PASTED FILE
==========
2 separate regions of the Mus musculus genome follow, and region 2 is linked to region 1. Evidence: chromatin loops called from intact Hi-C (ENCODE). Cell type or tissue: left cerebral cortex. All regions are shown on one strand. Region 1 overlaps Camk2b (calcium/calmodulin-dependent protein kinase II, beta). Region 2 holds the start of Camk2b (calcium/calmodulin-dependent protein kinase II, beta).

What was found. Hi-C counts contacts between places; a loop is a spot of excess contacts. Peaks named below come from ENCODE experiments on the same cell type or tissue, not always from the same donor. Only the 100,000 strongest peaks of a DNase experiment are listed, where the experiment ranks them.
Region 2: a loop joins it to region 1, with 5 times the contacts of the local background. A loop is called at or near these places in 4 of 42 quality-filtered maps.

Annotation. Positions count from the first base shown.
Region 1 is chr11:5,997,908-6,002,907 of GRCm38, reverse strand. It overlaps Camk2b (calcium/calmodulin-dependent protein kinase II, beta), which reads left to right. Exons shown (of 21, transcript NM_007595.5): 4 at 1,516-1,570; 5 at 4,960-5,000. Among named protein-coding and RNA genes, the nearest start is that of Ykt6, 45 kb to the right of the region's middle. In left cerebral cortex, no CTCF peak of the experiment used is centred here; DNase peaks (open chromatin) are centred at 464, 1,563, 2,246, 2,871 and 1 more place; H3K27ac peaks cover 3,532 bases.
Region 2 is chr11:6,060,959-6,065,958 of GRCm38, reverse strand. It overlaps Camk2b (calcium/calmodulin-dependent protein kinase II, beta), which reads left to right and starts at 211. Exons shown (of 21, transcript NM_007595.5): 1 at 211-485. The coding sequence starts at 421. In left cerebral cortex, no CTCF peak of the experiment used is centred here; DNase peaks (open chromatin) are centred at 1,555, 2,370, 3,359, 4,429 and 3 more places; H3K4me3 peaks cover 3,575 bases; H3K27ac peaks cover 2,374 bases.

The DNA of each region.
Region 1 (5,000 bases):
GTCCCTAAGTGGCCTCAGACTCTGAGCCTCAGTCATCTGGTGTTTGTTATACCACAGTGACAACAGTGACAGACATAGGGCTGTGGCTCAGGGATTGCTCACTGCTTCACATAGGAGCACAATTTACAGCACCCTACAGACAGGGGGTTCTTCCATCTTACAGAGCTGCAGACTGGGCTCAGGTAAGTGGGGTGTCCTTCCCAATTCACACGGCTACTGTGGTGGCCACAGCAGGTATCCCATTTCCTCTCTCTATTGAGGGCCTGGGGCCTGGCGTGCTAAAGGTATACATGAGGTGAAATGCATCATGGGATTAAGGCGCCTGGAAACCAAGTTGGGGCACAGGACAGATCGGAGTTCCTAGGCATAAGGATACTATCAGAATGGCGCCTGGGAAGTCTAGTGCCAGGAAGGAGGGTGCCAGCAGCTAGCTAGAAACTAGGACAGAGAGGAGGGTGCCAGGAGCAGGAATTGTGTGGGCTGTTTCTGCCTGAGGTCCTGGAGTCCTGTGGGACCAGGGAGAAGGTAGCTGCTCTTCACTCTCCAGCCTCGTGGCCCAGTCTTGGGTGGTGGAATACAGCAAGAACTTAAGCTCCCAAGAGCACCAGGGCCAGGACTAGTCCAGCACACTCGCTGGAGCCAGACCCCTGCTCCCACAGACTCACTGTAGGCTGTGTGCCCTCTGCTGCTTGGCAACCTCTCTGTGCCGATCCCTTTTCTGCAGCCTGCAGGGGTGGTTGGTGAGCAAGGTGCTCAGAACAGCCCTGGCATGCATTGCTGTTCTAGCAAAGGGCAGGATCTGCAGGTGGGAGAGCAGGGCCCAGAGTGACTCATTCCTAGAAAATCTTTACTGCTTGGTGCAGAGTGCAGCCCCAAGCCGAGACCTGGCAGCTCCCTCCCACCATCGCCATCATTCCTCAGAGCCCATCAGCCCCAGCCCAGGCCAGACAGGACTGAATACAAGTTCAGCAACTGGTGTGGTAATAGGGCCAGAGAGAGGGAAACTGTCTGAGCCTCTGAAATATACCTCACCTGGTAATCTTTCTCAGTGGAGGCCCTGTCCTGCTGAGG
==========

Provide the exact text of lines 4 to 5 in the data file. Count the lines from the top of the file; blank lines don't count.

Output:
Annotation. Positions count from the first base shown.
Region 1 is chr11:5,997,908-6,002,907 of GRCm38, reverse strand. It overlaps Camk2b (calcium/calmodulin-dependent protein kinase II, beta), which reads left to right. Exons shown (of 21, transcript NM_007595.5): 4 at 1,516-1,570; 5 at 4,960-5,000. Among named protein-coding and RNA genes, the nearest start is that of Ykt6, 45 kb to the right of the region's middle. In left cerebral cortex, no CTCF peak of the experiment used is centred here; DNase peaks (open chromatin) are centred at 464, 1,563, 2,246, 2,871 and 1 more place; H3K27ac peaks cover 3,532 bases.